Evrensel editor Sarı gets 11 months in jail for allegedly ‘insulting’ Turkish President

Çağrı Sarı, the managing editor of leftist daily Evrensel has been given 11 months 20 days prison sentence for allegedly insulting Turkish autocratic President Recep Tayyip Erdoğan.

According to a report by Evrensel daily, Sarı found guilty for insulting the president in a column she publish on January 30, 2017. According to the court decision the following sentence is an insult to Erdoğan: “97,000 people lost their jobs after Recep Tayip Erdoğan’s July 15 military coup.”

This is not the first time an Evresel journalist was accused of insulting Erdoğan. In July 2017, the newspaper’s editor-in-chief, Fatih Polat, said that he is under investigation over insult charges after in one of his articles he included quotes from British journalist Craig Shaw on Erdoğan family’s alleged corruption.

According to a tweet by Polat, Polat was investigated for a May 28 article in which he reported on a story by Shaw about secret offshore agreements of Erdoğan’s family that were leaked in the Malta files.

In a May 26 story on theblacksea.eu, Shaw claimed the Malta Files had exposed a multi-million dollar oil tanker deal between Erdoğan’s family, Turkish businessman Sıtkı Ayan and an Azeri-Turkish billionaire named Mübariz Mansimov, owner of İstanbul-headquartered shipping conglomerate the Palmali Group with links to the US President Donald Trump.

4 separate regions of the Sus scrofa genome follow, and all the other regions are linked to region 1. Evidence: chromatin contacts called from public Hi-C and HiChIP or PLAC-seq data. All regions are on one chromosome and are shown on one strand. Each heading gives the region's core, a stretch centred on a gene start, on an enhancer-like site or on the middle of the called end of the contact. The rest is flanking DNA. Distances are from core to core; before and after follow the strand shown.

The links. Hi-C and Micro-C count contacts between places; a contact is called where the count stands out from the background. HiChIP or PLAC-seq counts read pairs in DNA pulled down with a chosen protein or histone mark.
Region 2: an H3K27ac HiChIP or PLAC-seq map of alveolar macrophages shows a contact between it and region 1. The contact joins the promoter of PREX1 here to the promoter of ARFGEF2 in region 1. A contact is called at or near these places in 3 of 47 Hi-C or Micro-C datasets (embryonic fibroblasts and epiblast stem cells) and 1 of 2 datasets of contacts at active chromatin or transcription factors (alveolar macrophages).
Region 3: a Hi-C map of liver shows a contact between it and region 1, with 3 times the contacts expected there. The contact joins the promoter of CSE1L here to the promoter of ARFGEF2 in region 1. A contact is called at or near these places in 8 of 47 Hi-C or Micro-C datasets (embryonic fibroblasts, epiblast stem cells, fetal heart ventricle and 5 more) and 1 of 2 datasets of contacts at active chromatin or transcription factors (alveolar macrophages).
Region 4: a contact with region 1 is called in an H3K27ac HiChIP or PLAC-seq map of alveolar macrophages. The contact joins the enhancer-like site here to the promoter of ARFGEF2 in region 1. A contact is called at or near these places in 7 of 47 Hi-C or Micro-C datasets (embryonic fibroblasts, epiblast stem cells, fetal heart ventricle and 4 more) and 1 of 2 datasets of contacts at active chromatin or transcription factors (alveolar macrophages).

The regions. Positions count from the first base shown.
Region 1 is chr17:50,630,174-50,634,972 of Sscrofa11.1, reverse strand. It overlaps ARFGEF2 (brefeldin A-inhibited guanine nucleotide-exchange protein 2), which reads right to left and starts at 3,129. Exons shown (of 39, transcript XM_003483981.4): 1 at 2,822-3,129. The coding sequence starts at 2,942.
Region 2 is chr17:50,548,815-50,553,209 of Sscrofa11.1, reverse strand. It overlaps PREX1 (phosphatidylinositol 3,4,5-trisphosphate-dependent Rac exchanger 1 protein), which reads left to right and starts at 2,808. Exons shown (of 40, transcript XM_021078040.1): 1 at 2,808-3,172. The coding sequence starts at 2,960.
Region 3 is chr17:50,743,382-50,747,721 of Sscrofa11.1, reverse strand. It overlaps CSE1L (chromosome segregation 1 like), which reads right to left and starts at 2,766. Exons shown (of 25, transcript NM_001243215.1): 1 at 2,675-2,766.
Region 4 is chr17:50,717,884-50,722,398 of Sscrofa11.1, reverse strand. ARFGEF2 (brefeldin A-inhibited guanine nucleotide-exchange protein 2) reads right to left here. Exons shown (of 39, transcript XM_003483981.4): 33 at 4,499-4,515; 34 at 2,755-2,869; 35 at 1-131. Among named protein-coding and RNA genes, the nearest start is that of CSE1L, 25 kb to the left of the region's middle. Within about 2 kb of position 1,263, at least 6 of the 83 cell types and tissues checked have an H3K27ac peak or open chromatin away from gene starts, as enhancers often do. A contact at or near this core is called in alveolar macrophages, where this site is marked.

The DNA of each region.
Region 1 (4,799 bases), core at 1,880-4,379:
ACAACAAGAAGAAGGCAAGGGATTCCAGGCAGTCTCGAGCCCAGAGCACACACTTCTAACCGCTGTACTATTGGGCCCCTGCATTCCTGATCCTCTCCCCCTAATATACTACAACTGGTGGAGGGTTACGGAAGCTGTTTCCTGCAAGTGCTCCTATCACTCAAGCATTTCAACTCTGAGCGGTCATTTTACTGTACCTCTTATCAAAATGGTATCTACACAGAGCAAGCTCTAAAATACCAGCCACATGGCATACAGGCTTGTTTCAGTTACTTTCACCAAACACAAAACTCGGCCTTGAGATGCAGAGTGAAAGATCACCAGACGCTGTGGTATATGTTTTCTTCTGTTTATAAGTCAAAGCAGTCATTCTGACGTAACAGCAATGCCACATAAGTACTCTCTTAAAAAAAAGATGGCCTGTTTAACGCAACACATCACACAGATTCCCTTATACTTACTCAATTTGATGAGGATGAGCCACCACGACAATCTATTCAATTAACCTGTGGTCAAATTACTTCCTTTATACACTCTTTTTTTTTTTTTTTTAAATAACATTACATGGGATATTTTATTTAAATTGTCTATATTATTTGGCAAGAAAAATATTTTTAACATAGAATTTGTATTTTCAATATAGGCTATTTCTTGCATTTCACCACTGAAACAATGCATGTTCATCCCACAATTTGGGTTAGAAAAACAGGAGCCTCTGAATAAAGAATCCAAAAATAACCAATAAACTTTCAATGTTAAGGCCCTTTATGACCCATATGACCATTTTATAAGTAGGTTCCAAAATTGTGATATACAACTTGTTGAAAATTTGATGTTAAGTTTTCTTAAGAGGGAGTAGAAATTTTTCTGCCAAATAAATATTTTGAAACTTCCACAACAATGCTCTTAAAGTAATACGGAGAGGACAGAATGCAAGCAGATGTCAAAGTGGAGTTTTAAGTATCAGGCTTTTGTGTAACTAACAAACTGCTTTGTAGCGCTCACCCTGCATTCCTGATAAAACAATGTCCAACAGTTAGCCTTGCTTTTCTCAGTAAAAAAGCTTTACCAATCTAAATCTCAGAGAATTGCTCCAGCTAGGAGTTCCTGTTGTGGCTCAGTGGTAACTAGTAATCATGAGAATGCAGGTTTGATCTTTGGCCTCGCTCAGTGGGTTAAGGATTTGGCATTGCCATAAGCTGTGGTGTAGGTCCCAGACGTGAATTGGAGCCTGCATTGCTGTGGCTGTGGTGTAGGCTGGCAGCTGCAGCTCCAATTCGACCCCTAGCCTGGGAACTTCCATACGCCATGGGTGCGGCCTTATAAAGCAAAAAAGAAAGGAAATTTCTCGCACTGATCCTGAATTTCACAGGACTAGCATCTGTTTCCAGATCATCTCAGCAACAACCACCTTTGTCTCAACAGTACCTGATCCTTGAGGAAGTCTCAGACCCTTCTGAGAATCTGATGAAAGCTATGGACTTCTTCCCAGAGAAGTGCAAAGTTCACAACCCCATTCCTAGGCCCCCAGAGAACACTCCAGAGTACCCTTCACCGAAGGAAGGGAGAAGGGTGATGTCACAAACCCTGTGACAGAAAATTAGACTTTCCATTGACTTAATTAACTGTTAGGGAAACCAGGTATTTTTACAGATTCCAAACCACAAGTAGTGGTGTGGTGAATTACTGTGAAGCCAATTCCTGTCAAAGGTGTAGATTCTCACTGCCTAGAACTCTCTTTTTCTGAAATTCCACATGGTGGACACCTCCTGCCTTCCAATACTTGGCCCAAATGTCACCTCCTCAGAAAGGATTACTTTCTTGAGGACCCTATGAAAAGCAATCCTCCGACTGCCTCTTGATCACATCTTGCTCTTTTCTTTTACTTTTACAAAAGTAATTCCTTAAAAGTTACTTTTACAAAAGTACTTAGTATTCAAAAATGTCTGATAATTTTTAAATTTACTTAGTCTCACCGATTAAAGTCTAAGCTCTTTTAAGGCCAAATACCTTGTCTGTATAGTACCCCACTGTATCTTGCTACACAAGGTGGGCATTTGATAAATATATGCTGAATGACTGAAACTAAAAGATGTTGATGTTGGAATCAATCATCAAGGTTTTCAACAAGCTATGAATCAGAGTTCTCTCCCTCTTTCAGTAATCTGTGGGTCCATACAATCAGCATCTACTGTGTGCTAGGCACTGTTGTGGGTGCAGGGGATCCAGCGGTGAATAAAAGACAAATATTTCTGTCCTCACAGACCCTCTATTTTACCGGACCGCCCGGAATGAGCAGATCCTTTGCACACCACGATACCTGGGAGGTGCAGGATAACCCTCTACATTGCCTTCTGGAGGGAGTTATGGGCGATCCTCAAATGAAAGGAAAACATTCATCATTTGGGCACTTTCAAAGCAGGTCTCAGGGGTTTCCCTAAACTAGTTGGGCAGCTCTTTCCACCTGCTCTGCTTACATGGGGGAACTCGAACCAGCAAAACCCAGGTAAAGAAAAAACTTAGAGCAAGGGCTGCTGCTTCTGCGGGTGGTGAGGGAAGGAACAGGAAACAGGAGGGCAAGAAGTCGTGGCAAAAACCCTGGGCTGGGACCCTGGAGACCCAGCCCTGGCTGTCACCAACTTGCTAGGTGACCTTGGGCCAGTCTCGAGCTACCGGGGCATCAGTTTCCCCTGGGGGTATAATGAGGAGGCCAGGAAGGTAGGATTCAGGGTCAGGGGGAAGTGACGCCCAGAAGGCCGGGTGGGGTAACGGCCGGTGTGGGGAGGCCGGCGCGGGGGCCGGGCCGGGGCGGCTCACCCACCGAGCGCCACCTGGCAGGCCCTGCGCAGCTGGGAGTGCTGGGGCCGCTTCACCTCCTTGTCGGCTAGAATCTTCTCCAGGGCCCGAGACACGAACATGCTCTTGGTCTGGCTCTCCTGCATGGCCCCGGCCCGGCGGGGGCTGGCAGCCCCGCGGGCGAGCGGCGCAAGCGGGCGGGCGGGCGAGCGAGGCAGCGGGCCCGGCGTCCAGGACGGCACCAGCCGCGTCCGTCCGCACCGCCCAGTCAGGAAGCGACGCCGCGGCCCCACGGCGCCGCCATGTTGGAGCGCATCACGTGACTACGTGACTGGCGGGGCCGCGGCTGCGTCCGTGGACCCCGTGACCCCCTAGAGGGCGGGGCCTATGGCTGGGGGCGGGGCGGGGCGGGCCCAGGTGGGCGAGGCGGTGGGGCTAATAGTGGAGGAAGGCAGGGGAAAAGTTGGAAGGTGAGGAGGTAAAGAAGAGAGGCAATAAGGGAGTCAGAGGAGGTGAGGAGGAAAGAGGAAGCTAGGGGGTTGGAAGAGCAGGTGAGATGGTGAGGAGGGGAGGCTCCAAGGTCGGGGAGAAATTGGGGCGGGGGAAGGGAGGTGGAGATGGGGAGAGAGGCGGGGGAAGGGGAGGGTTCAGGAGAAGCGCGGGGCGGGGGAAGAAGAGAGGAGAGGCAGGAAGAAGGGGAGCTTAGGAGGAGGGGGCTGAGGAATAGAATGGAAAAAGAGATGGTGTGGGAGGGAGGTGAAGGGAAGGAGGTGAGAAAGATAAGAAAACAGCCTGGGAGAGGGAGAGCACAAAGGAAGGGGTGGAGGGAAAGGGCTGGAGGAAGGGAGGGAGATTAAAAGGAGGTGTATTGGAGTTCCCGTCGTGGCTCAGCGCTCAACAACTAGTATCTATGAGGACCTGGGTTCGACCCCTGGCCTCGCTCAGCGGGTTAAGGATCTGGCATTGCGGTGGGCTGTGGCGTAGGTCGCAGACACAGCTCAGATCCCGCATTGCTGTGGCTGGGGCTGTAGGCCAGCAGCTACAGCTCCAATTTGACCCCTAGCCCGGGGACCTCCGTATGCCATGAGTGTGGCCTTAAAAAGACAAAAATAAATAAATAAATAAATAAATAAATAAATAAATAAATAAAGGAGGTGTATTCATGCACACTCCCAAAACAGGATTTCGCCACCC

An investigation into the family enterprise of Prime Minister Binali Yıldırım, part of the European Investigative Collaborations’ (EIC) #MaltaFiles, reveals that the family currently sits on shipping and related assets of well over 100 million euros.

According to reports by the theblacksea.eu and mediapart.fr websites, Yıldırım’s family enterprise consists of 11 foreign-flagged ships nested in a network of secretive companies in Malta, the Netherlands and the Netherlands Antilles — specifically now Curaçao, with more suspected in the Marshall Islands and Panama.

At least four of the ships are financed with huge loans from Swiss and Turkish banks, including one part-owned by the Turkish state.

While some of the activities, especially in tax havens, remain opaque, The Black Sea website discovered that Yıldırım’s son, daughter, uncle and nephews have purchased seven properties in the Netherlands, worth over $2,5 million – all of which were paid for in cash. The investigation also uncovered how the Yıldırıms used one of these Dutch companies to anonymously donate 600,000 euros (TL 1,75 million) to the municipality of Pendik, near İstanbul, for a lavish new mosque.

Turkey is the biggest jailer of journalists in the world. The most recent figures documented by the Stockholm Centre for Freedom (SCF) has showed that 259 journalists and media workers are now in jails as of October 17, 2017, most in pre-trial detention languishing in notorious Turkish prisons without even a conviction. Of those in Turkish prisons, 235 are arrested pending trial, only 24 journalists remain convicted and serving time in Turkish prisons. An outstanding detention warrants remain for 133 journalists who live in exile or remain at large in Turkey.

Detaining tens of thousands of people over alleged links to the Gülen movement, the government also closed down more than 180 media outlets after the controversial coup attempt. (SCF with turkeypurge.com)

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